Introduction: The Running Light

Welcome to my first Instructable for my first Arduino project!

Step 1: Materials

-Arduino Leonardo

-Solderless Breadboard -3mm LEDs x 10(you can use every color you like), 3.2-3.4V

-100-ohm resistors (need 10)

- Breadboard jumper wires (need 31)

Step 2: Breadboard Connections: LEDs

For this project, we'll use a solderless breadboard for ease of assembly. We'll start with the LEDs.

-Starting in whichever column of the breadboard you prefer, connect the anode (longer pin) of each LED in the sequence to Row J on the breadboard. This is the bottom row before the power rail.

-Connect the cathode (shorter pin) to the "-" row of the power rail.

-Connect the rest of the LEDs in a row this same fashion, leaving a little space in between each if you prefer. Because the anode of each LED is in a separate column of the breadboard, it will receive it's own power from a specific pin on the Arduino, allowing individual control. All of the cathodes are connected to the "-" row of the power rail so that they can share a common ground connection back to the Arduino.

Step 3: Breadboard Connections: Resistors

Each LED in the sequence will need a resistor so it doesn't pull too much current and fail catastrophically.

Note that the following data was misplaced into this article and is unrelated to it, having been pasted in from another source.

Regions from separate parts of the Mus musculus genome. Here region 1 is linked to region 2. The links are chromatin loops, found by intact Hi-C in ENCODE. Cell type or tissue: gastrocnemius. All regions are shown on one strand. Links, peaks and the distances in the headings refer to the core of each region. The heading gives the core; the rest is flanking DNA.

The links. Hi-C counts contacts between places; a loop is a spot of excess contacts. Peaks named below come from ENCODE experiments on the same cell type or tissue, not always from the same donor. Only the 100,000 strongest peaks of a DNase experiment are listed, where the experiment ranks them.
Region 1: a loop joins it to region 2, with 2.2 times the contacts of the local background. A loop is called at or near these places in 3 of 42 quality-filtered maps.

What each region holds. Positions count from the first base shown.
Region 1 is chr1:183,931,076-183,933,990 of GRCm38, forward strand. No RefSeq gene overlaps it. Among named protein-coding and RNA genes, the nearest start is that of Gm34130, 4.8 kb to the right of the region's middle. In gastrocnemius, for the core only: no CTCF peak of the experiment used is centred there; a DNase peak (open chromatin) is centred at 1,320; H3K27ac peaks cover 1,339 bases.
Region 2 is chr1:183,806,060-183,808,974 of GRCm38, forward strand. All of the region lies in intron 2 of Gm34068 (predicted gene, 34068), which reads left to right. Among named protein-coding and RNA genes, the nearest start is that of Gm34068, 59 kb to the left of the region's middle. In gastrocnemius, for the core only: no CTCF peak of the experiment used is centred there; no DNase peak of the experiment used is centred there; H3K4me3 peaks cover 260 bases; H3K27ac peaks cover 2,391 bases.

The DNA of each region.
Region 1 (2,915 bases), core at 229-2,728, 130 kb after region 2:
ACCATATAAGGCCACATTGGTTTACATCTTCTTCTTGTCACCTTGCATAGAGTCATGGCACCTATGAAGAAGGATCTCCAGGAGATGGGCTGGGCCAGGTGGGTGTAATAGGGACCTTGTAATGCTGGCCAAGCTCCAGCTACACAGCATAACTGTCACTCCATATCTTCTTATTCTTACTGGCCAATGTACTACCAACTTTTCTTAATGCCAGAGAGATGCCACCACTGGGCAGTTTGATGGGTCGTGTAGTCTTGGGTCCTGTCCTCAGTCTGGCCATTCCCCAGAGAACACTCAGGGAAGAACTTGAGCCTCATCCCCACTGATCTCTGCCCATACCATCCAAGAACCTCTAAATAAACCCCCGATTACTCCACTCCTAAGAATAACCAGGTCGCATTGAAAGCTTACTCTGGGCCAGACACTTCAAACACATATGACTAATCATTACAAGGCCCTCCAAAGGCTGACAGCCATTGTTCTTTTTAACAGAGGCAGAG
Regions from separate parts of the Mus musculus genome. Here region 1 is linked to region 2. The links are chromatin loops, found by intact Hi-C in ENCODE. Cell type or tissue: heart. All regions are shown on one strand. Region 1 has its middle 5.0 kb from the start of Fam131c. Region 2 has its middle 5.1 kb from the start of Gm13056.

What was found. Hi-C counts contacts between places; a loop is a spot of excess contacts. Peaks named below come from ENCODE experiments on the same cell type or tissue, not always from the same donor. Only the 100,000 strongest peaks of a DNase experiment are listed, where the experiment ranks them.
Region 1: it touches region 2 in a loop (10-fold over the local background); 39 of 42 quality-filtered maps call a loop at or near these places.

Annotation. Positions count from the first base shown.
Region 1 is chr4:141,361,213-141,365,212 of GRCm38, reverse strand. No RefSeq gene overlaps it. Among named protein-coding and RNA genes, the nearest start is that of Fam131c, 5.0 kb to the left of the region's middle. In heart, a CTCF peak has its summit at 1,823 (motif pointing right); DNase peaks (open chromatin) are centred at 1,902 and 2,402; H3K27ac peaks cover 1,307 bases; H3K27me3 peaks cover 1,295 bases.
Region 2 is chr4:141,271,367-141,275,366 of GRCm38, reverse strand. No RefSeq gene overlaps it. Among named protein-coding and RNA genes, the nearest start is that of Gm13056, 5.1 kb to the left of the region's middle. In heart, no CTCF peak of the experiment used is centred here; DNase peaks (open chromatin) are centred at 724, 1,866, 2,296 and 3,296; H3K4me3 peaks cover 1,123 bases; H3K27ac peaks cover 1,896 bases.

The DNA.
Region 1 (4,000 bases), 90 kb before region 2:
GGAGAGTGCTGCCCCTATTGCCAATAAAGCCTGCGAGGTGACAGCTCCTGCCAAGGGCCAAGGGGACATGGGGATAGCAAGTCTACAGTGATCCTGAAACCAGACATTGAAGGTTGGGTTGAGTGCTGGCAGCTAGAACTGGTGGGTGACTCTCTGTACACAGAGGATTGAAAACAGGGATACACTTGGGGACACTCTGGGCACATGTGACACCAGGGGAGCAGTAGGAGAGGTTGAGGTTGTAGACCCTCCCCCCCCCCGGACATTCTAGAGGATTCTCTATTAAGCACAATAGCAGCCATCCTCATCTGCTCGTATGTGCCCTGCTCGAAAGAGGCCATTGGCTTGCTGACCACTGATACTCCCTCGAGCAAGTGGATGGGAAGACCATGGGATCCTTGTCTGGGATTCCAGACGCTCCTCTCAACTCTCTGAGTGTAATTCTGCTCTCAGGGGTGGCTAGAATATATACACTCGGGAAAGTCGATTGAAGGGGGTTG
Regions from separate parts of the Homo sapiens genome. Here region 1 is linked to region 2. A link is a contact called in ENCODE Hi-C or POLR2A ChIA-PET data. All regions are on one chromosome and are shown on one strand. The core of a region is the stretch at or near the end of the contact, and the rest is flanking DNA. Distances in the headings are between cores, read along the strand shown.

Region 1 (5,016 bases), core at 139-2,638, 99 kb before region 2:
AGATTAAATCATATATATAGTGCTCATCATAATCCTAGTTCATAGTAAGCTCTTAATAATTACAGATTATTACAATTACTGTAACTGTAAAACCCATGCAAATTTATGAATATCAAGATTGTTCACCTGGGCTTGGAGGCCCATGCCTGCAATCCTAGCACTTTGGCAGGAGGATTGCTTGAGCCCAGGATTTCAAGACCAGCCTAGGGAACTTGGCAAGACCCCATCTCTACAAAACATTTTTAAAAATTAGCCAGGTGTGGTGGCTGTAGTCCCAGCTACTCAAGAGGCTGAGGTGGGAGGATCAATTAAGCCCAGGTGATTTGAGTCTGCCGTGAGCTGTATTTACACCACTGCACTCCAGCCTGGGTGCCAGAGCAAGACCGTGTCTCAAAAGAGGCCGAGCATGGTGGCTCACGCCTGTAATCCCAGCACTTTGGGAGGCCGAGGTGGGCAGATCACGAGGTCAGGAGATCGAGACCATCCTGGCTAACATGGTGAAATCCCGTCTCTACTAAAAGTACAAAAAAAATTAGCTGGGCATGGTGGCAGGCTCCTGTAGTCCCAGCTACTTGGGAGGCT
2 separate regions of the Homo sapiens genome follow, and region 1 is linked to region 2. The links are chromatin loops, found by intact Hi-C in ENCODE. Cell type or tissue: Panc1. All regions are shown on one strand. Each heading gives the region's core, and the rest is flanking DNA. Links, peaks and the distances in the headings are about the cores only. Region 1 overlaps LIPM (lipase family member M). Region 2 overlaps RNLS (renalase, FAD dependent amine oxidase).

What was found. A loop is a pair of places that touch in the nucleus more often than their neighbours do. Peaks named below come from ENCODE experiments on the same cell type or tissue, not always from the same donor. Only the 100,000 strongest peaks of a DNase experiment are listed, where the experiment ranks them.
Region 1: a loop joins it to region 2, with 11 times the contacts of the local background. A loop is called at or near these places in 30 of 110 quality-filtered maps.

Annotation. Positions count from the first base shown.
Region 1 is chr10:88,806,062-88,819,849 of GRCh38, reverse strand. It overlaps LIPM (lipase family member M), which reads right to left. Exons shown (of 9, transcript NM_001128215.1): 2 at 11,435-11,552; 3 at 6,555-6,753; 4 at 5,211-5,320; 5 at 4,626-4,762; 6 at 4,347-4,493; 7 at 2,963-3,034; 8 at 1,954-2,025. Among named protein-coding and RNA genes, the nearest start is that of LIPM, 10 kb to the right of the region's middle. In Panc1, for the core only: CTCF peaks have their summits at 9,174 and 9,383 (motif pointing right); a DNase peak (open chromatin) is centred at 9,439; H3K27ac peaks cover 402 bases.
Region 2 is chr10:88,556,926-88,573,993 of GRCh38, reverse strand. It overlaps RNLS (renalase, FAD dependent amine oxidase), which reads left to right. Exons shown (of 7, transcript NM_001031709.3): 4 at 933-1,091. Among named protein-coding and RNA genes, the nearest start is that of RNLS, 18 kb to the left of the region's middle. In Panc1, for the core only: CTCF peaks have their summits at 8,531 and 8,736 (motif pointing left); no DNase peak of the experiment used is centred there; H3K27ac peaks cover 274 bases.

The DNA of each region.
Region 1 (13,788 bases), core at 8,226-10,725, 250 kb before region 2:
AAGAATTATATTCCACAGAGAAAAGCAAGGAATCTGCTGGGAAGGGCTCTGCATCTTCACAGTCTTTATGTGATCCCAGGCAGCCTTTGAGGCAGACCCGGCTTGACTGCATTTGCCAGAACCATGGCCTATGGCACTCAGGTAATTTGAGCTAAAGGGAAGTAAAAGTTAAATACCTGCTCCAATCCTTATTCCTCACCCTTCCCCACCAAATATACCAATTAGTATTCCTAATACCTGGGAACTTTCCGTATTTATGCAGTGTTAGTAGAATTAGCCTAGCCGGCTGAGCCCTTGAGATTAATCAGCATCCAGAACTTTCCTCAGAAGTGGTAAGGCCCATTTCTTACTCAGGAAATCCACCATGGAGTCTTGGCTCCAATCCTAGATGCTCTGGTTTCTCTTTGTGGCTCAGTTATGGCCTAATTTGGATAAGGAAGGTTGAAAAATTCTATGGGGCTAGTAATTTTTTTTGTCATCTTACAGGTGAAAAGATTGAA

-The closest adequate resistor I have is 100Ω so I used that. Its color code is Brown-Black-Brown-Gold.

-Connect one end of each resistor inline (in the same column) with it's LED, right next to the anode connection.

Step 4: Breadboard Connections: Jumpers

-Use row "A" for one end of each jumper wire that will connect to the Arduino. Make sure each jumper wire is connected to the same column as its corresponding resistor and LED. There should be 10 of these jumpers.

-The 11th jumper connects the cathodes of each LED back to GND on the Arduino. Place one end of this jumper in the "-" row, making sure it is not past the break in the breadboard.

Step 5: Arduino Connections

We will use pins 3-7 and 9-13 on the Arduino to the output voltage to the individual LEDs. For the return, I used the ground pin on the Arduino that is just past pin 13. We are not using pins 0-1 because they are involved in serial communication. Otherwise, the spacing of the connections is fairly arbitrary other than being neatly aligned. You could start by plugging the jumper wires into the Arduino or into row A of the breadboard. I left some small gaps in the breadboard just so the cables weren't too cramped.

Step 6: Put the Code Into the Arduino

you need to put the code I will give you in step 8 into your Arduino

Step 7: Enjoy the Fruits of Your Labor

Step 8: The Code Itself